Furthermore, thanks to his experience as an instructor, Monfardini immediately manages to identify the most obvious mistakes of each driver, which he refers to Rugolo, who immediately gets to work with that driver before the next run.

In my case, Monfardini recognises good braking, but the fact that I have little confidence leads me to anticipate it. In this way I kill the speed of the car and find myself too slow at the apex and threfore accelerating early. With the car still turning, that leads to understeer that is carried from mid-corner to the exit.

Mattia in the Lamborghini

Time to jump in the F4 car

After the first few laps on the Huracan, it’s time to jump into the cockpit of one of AKM’s three F4 cars. Each driver starts with a short and slow first stint to check that the driving position is correct. Being at the very first outings in a single-seater, this aspect should not be underestimated, and there is not the luxury of a moulded seat fit that full-time drivers have.

If everything is fine, the driver can start with the first exercise, which is a 10-lap stint where the concentration is on braking and on starting to fix the errors that emerged in the Lamborghini and have already been analysed with Rugolo.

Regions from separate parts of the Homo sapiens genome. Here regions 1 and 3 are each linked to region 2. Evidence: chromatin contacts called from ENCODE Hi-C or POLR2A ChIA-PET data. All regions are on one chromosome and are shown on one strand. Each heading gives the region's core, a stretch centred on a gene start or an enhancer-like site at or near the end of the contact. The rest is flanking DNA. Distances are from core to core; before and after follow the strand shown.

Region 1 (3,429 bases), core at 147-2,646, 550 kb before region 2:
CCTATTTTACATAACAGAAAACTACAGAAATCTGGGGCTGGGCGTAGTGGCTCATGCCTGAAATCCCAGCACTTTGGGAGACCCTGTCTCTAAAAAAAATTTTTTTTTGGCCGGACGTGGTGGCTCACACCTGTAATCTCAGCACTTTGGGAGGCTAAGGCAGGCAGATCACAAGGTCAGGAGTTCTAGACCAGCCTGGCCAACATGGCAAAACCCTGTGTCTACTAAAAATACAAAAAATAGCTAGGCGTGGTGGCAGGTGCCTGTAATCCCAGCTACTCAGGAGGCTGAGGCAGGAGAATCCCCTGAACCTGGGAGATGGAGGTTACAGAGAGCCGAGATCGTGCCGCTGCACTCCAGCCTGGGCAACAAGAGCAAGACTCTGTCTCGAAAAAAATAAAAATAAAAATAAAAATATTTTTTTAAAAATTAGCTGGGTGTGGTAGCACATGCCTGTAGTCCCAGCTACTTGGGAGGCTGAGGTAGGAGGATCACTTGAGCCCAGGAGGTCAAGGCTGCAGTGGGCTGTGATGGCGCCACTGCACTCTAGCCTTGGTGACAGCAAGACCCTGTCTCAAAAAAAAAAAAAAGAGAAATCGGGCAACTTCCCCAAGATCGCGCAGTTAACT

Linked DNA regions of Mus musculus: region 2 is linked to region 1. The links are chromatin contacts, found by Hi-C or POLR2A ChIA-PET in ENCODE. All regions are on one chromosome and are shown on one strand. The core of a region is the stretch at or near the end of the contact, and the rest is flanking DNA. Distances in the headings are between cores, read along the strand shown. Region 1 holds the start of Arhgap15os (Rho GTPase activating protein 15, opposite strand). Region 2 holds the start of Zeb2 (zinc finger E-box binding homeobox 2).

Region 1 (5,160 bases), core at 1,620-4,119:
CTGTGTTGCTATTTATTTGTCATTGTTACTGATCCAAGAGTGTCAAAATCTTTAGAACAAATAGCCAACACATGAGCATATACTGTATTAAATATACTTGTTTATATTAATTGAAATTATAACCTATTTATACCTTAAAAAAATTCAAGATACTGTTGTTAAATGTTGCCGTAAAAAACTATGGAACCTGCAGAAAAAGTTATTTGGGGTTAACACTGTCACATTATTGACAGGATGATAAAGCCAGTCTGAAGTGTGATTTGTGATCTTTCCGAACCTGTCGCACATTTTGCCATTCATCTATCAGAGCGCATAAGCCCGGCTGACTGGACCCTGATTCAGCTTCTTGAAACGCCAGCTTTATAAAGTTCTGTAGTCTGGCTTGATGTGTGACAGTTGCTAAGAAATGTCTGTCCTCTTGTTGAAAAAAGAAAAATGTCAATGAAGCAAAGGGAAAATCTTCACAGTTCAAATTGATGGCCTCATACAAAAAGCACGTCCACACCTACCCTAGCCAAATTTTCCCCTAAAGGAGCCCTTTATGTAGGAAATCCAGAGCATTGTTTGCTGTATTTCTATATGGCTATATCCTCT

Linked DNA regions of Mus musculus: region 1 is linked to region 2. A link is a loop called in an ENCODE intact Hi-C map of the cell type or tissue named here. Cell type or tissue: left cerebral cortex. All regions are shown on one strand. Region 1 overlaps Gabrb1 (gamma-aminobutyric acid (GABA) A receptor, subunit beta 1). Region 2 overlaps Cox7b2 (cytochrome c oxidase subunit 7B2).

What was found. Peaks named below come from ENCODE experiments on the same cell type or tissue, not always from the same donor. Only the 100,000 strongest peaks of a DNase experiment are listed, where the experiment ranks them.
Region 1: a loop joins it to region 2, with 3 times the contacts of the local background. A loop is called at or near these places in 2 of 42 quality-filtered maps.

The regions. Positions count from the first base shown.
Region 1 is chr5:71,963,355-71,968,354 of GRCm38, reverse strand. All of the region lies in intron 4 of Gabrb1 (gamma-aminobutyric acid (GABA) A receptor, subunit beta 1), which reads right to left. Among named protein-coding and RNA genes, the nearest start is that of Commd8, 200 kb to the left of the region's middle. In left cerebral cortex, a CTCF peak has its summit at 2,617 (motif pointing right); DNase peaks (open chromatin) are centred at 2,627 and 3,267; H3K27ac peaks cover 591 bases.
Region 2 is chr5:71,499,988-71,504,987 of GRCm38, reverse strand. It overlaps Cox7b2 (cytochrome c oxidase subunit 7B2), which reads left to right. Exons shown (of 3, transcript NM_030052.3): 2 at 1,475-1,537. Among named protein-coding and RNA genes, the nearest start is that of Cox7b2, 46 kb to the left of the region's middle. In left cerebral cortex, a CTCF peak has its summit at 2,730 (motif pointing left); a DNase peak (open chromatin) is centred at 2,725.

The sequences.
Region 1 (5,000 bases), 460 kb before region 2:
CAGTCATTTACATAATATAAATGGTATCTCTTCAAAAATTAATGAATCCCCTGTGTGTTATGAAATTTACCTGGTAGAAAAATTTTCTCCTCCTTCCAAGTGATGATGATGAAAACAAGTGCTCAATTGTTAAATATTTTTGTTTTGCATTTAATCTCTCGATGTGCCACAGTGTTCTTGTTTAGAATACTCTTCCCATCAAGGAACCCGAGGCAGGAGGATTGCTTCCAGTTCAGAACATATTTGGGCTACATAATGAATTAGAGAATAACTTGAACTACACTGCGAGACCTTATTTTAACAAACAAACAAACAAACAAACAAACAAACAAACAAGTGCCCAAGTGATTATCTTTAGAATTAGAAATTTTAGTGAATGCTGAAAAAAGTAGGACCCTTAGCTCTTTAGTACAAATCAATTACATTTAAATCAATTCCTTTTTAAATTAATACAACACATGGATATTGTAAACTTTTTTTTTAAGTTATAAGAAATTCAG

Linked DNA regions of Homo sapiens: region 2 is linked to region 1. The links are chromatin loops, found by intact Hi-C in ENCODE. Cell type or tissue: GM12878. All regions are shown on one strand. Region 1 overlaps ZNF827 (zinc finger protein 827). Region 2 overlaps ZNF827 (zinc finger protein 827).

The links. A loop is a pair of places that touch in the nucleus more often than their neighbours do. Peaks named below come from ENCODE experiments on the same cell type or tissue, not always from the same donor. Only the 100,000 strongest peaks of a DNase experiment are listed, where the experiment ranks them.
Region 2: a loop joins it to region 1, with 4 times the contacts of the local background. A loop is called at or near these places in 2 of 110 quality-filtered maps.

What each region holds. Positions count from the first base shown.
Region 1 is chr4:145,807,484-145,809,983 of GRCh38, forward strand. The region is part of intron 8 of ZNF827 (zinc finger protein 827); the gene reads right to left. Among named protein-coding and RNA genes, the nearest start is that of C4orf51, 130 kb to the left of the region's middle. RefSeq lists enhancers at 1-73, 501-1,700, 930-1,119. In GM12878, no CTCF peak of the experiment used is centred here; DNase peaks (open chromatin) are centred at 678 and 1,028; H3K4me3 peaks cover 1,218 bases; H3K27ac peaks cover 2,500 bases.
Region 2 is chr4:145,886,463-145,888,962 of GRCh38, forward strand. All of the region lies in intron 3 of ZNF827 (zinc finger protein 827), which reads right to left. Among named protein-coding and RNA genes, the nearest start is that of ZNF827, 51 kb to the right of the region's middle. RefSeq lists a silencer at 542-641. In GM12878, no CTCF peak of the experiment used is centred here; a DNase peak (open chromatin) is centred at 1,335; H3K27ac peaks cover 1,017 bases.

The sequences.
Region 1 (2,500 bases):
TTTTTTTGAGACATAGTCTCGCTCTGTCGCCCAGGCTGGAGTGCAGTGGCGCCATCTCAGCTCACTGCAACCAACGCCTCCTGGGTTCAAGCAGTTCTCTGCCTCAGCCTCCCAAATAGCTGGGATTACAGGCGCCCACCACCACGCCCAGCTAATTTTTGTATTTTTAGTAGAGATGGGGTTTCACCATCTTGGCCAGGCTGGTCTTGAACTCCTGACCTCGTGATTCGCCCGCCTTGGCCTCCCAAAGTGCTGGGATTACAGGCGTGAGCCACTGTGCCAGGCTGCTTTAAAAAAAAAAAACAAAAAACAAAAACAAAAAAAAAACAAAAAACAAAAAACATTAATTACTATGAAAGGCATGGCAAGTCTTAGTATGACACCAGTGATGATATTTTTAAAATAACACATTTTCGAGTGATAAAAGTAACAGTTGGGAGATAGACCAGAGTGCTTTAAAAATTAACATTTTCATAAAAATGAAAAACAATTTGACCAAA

What the instructors expect from the drivers is to focus on the “shape” of the braking, which will then be analysed on the telemetry. For this first day, the drivers will only be able to see the braking and steering data and compare them with the team’s reference, while everything else (such as throttle application and speed graphs, and the onboard video) will not be shown to them until the day after.

So in the first session I focus on braking as much as possible. I try to reach the so-called peak by hitting the pedal hard, to then lighten my foot, which remains leaning on the brake almost to the apex, a technique called trail-braking. Slowly I manage to increase the peak, gaining more and more confidence and trying to concentrate on the braking shape.

If the driver brakes in the correct way, the braking graph should look like a triangle, but if he does not reach the right braking peak, he then has to hold the maximum intensity of the force for several seconds. In this scenario the telemetry design therefore resembles a trapezoid rather than a triangle and nothing makes an engineer more upset than this.

At the end of the 10 laps, Baldisseri asks for my laptime, but honestly Top Gun’s format doesn’t lead to caring about the reference, at least initially. Which, obviously, represents one less distraction for the kids, who can concentrate on the technique.